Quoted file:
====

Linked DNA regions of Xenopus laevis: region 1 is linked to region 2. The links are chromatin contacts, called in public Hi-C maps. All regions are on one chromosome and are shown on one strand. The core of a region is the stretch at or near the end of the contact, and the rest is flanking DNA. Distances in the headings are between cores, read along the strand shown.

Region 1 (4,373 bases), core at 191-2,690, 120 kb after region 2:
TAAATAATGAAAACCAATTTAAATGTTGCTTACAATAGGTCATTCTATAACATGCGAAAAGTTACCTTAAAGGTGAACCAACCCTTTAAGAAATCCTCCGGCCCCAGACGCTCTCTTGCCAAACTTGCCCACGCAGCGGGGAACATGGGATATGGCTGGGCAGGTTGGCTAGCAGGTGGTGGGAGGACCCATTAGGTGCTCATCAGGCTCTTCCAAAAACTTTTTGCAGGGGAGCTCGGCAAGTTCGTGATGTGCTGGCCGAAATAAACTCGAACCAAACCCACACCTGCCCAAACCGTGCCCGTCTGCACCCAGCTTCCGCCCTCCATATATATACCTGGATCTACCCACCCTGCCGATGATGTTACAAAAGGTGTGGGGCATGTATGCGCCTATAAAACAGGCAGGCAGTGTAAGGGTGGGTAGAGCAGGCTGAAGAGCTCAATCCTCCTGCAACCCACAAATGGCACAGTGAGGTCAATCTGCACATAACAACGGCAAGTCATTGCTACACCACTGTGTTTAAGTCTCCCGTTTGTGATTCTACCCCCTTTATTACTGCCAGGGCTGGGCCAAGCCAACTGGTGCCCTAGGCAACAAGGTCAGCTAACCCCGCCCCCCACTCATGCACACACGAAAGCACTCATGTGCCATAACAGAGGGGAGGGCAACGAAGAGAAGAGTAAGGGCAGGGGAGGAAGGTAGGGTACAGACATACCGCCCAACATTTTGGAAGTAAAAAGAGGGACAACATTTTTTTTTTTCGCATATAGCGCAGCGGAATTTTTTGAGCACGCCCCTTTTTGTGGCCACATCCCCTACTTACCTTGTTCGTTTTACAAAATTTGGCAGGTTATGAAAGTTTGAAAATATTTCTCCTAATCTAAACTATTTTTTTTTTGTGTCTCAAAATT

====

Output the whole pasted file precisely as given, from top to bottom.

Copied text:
Linked DNA regions of Xenopus laevis: region 1 is linked to region 2. The links are chromatin contacts, called in public Hi-C maps. All regions are on one chromosome and are shown on one strand. The core of a region is the stretch at or near the end of the contact, and the rest is flanking DNA. Distances in the headings are between cores, read along the strand shown.

Region 1 (4,373 bases), core at 191-2,690, 120 kb after region 2:
TAAATAATGAAAACCAATTTAAATGTTGCTTACAATAGGTCATTCTATAACATGCGAAAAGTTACCTTAAAGGTGAACCAACCCTTTAAGAAATCCTCCGGCCCCAGACGCTCTCTTGCCAAACTTGCCCACGCAGCGGGGAACATGGGATATGGCTGGGCAGGTTGGCTAGCAGGTGGTGGGAGGACCCATTAGGTGCTCATCAGGCTCTTCCAAAAACTTTTTGCAGGGGAGCTCGGCAAGTTCGTGATGTGCTGGCCGAAATAAACTCGAACCAAACCCACACCTGCCCAAACCGTGCCCGTCTGCACCCAGCTTCCGCCCTCCATATATATACCTGGATCTACCCACCCTGCCGATGATGTTACAAAAGGTGTGGGGCATGTATGCGCCTATAAAACAGGCAGGCAGTGTAAGGGTGGGTAGAGCAGGCTGAAGAGCTCAATCCTCCTGCAACCCACAAATGGCACAGTGAGGTCAATCTGCACATAACAACGGCAAGTCATTGCTACACCACTGTGTTTAAGTCTCCCGTTTGTGATTCTACCCCCTTTATTACTGCCAGGGCTGGGCCAAGCCAACTGGTGCCCTAGGCAACAAGGTCAGCTAACCCCGCCCCCCACTCATGCACACACGAAAGCACTCATGTGCCATAACAGAGGGGAGGGCAACGAAGAGAAGAGTAAGGGCAGGGGAGGAAGGTAGGGTACAGACATACCGCCCAACATTTTGGAAGTAAAAAGAGGGACAACATTTTTTTTTTTCGCATATAGCGCAGCGGAATTTTTTGAGCACGCCCCTTTTTGTGGCCACATCCCCTACTTACCTTGTTCGTTTTACAAAATTTGGCAGGTTATGAAAGTTTGAAAATATTTCTCCTAATCTAAACTATTTTTTTTTTGTGTCTCAAAATT